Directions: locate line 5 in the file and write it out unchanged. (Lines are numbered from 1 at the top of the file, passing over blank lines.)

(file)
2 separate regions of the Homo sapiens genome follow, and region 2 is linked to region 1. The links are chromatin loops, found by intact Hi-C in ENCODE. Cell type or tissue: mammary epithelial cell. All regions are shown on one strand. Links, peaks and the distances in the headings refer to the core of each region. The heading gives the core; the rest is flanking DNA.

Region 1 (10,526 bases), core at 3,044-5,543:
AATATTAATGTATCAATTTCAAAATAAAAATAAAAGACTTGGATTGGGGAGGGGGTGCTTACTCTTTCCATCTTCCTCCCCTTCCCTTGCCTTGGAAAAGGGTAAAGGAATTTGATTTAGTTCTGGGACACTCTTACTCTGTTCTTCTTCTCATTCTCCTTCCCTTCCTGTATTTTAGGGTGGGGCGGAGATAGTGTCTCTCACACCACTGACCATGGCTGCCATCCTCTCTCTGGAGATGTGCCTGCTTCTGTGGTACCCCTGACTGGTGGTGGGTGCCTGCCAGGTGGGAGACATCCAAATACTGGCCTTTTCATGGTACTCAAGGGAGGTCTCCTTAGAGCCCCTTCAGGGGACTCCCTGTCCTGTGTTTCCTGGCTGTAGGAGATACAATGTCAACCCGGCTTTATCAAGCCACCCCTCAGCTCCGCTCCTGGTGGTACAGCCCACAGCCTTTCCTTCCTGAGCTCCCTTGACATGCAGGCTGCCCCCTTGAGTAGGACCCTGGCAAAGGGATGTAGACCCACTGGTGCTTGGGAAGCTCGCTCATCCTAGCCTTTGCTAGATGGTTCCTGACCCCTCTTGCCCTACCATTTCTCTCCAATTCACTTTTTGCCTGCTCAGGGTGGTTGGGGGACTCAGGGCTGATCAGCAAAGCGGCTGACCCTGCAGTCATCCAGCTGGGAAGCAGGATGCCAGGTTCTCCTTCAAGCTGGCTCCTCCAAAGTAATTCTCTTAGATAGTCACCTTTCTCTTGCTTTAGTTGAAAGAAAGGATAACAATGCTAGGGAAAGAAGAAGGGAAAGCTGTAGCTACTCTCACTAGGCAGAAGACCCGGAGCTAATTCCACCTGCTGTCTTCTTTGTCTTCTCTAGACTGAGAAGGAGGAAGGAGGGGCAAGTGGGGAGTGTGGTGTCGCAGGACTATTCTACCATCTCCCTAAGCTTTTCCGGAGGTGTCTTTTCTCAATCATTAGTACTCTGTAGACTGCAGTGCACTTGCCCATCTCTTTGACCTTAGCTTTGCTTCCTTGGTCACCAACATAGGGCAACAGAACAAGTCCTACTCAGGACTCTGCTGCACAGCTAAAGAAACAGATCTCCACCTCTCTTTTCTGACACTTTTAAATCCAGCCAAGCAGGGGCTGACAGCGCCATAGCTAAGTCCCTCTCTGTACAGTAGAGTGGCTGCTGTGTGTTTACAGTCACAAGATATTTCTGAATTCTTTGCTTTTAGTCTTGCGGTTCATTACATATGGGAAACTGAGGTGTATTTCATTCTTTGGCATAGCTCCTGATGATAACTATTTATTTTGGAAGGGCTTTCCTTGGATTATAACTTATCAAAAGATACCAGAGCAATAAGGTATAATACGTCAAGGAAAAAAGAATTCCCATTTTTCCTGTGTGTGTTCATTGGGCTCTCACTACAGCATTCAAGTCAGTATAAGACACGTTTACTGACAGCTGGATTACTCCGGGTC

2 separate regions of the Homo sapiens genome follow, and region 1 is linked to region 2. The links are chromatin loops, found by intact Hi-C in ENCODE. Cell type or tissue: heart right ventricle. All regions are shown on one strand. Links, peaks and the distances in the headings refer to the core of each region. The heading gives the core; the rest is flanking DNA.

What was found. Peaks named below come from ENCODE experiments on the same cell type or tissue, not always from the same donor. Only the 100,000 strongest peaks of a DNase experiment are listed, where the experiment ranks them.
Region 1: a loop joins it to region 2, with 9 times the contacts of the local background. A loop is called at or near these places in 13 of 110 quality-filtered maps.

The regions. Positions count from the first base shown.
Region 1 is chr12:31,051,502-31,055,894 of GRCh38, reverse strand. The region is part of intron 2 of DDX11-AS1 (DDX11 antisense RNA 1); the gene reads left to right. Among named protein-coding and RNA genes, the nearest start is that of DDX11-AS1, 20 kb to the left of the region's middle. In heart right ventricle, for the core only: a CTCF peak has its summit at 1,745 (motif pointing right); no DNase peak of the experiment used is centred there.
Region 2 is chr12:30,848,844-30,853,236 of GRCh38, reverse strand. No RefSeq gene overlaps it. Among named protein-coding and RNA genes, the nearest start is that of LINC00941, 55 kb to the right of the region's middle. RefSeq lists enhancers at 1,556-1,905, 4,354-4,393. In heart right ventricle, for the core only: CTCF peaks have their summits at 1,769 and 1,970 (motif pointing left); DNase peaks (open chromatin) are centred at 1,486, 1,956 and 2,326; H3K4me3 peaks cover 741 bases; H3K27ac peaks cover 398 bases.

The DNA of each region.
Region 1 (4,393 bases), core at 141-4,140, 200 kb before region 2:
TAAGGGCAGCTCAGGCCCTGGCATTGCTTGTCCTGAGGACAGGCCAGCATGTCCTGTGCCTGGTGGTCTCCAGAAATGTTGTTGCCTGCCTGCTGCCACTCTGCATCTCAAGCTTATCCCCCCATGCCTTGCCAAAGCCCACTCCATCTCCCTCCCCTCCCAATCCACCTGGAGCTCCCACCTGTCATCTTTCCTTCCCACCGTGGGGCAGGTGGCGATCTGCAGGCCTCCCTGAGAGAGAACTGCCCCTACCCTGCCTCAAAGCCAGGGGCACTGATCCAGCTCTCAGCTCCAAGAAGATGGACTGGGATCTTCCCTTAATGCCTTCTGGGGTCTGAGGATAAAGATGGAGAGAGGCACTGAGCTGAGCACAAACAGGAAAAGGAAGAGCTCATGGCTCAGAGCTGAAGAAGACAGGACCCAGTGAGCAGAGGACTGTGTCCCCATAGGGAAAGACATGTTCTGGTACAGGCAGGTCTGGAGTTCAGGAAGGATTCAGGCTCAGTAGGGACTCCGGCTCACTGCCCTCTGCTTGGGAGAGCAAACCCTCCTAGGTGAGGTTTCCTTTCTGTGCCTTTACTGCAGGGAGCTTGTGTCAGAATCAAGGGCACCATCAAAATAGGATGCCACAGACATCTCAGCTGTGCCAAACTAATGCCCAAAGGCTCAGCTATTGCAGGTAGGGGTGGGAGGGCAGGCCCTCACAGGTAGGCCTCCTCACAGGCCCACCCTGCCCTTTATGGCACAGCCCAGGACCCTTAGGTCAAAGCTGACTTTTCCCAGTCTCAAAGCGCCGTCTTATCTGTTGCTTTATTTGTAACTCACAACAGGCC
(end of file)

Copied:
What was found. Peaks named below come from ENCODE experiments on the same cell type or tissue, not always from the same donor. Only the 100,000 strongest peaks of a DNase experiment are listed, where the experiment ranks them.